And for all the speculators out there, this is what needs to happen: The generator is a gasoline engine coupled to a generator unit. The gasoline engine on board is set to a certain, constant RPM that will provide a 60Hz frequency (or 50 Hz in Euro). The way it achieves this is strictly through RPM. The voltage is the voltage and cannot be changed or regulated. The RPM of the engine is constant, but not constant enough for finer work or to power an HMI, for example. If you run power tools or household items on the genset, they won't care about the minor fluctuations in RPM. But as soon as you hook up an HMI, these variations cause the light to strobe or flicker as it is very sensitive to changes in frequency. Therefore an electronically controlled governor is added to the fuel system which keeps the RPM constant regardless of load, and this stops the light from flickering. It also keeps the frequency very close to 60 cycles which sensitive devices need.

Hope that helps!


I agree with JD that all generators have voltage regulators. I use large 1200 to 1400 amp generators on a daily basis and not only do they have one voltage regulator, they typically have a spare built in becasue they fail. They also have the ability to adjust the volatage for two reasons. First when switching from single to three phase or vice versa, the voltage varies and needs to be adjusted. Secondly one can adjust the voltage if the cable run is a bit too long and a voltage drop occurs.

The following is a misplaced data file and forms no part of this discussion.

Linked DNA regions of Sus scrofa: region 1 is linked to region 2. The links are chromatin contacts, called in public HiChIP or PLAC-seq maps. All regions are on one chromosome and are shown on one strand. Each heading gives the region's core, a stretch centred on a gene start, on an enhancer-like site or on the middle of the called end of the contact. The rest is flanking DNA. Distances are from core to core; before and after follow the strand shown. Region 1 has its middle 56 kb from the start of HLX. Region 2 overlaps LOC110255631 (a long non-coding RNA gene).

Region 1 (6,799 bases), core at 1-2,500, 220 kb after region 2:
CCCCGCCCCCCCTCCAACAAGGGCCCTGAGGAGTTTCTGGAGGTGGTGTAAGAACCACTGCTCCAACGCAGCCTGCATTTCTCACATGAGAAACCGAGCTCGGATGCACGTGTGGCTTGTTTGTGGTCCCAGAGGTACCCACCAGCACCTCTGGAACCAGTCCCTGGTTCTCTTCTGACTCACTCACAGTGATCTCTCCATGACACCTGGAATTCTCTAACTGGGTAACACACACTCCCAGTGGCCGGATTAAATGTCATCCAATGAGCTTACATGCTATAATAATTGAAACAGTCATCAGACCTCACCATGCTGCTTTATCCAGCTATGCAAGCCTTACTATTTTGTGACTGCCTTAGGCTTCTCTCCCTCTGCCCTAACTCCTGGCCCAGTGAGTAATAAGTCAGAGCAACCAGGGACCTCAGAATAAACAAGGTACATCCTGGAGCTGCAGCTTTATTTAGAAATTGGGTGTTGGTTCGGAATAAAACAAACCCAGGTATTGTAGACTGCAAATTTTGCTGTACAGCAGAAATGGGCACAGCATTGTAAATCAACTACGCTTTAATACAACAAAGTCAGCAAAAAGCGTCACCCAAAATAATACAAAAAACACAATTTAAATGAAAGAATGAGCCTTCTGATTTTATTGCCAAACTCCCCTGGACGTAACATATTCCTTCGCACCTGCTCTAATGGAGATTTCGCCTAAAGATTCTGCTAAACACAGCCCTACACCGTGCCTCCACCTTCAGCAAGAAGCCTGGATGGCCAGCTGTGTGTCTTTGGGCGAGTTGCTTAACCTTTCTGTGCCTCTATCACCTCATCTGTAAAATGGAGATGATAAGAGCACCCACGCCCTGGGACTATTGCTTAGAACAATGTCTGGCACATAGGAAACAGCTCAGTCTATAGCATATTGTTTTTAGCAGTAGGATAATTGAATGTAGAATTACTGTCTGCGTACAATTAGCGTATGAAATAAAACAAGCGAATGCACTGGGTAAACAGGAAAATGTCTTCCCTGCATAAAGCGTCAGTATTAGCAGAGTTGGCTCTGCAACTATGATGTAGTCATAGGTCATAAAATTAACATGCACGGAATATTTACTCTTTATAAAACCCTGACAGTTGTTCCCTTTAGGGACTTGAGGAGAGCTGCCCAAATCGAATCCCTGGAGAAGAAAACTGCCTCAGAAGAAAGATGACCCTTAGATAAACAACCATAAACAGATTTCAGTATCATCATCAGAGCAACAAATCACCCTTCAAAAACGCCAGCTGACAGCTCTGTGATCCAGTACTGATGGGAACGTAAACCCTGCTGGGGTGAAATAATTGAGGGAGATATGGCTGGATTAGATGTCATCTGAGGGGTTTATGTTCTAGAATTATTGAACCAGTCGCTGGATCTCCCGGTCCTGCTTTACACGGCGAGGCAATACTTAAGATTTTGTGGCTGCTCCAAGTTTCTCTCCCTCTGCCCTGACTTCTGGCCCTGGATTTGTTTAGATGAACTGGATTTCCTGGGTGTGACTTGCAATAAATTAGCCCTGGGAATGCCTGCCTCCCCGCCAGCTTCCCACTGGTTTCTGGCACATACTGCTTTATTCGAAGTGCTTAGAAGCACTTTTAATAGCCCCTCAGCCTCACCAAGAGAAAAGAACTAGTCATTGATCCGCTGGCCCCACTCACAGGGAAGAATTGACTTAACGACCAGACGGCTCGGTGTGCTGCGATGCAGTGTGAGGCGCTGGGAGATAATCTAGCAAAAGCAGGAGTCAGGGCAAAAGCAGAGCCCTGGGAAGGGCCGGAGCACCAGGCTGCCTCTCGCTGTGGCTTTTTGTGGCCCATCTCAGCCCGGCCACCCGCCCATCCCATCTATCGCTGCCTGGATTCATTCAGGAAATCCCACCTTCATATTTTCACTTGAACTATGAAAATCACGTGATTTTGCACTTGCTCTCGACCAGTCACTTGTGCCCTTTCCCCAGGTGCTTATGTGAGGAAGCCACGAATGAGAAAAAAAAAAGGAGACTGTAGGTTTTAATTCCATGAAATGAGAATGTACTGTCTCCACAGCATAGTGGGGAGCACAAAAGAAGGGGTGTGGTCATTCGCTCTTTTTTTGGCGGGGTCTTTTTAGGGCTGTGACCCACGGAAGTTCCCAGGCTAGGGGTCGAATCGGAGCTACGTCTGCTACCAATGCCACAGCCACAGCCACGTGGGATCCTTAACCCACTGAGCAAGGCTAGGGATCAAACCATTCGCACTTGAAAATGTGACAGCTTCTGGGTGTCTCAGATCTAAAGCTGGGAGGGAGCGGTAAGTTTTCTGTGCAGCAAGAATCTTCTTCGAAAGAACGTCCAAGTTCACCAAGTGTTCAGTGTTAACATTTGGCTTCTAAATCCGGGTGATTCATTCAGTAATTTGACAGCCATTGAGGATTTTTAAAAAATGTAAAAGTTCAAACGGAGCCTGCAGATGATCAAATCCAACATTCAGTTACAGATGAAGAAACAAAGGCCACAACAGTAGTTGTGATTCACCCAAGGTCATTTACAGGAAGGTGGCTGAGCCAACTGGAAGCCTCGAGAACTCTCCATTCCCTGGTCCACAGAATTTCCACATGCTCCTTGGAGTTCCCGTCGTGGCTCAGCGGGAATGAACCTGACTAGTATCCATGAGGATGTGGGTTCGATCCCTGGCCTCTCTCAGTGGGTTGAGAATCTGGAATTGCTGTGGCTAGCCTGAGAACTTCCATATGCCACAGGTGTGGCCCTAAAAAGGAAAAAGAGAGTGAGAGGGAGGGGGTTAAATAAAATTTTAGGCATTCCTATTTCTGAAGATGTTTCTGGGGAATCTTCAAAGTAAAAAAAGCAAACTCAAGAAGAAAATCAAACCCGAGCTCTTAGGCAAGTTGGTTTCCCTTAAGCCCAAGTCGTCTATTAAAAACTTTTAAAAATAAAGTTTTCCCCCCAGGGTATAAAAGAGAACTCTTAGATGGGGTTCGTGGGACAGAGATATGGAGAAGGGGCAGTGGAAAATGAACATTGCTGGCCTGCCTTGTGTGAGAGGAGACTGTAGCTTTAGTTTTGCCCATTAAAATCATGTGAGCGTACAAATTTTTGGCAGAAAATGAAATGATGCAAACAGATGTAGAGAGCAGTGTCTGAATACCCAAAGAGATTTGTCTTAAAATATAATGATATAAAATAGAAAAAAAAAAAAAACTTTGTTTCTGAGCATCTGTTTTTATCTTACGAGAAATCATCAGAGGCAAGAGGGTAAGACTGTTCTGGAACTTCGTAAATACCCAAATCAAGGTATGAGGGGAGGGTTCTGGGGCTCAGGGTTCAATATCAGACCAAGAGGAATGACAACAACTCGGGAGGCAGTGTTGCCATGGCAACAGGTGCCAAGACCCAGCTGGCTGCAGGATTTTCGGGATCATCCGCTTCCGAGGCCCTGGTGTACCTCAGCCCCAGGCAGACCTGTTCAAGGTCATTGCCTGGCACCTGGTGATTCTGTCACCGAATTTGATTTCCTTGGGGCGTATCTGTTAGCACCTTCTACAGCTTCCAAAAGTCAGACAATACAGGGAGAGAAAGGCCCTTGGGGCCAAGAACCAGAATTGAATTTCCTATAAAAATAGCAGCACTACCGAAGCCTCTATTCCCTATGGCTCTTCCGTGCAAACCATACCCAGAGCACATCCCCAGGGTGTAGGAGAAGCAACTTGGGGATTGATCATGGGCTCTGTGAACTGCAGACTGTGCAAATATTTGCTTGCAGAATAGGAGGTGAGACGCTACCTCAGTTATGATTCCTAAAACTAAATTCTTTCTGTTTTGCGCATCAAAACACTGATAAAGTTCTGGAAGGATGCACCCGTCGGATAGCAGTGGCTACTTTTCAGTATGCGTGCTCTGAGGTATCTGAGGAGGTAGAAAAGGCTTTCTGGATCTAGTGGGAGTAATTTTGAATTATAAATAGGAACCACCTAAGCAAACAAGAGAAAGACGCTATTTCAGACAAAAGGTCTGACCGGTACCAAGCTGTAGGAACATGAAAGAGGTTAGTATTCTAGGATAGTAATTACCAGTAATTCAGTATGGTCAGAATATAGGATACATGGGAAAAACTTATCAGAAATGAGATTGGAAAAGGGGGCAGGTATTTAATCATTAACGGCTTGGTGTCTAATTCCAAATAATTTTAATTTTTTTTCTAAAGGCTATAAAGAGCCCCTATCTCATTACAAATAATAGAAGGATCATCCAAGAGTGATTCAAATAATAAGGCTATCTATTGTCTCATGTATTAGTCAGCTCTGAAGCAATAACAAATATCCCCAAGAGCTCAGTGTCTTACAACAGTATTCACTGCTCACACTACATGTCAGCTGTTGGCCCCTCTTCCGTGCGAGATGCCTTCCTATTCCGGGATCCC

Also HMI's basically flicker all the time. One just can't see it. They operate on alternating current after all. The light doesn't stop flickering just because the generator frequency is between the safe shooting zone of 59.75 and 60.25 hertz. The light "apparently" doesn't flicker because it is in sync with the camera shutter, but it is flickering all the time.

Best

Tim
  • 0

#10 Adamo P Cultraro

Adamo P Cultraro
  • Basic Members
  • PipPipPip
  • 157 posts
  • Producer

Posted 12 November 2007 - 11:38 AM

Guys - I answered the question in the context of the information given. Sure voltage can be adjusted - on a 1400 amp generator (!!!!!), but in the case of this guy's put put ( a sub 10kW genset at best), you aren't going to change the voltage without tools and equipment. (i.e it will not be a user adjustable feature on the control panel)
  • 0


Aerial Filmworks

Paralinx LLC

rebotnix Technologies

The Slider

Tai Audio

Ritter Battery

Glidecam

Willys Widgets

CineLab

Opal

Wooden Camera

Metropolis Post

Technodolly

Abel Cine

Rig Wheels Passport

FJS International, LLC

Broadcast Solutions Inc

Media Blackout - Custom Cables and AKS

CineTape

Gamma Ray Digital Inc

Visual Products

Rig Wheels Passport

Opal

Broadcast Solutions Inc

Willys Widgets

rebotnix Technologies

Glidecam

The Slider

FJS International, LLC

Aerial Filmworks

Ritter Battery

Wooden Camera

CineLab

CineTape

Metropolis Post

Tai Audio

Media Blackout - Custom Cables and AKS

Abel Cine

Visual Products

Paralinx LLC

Technodolly

Gamma Ray Digital Inc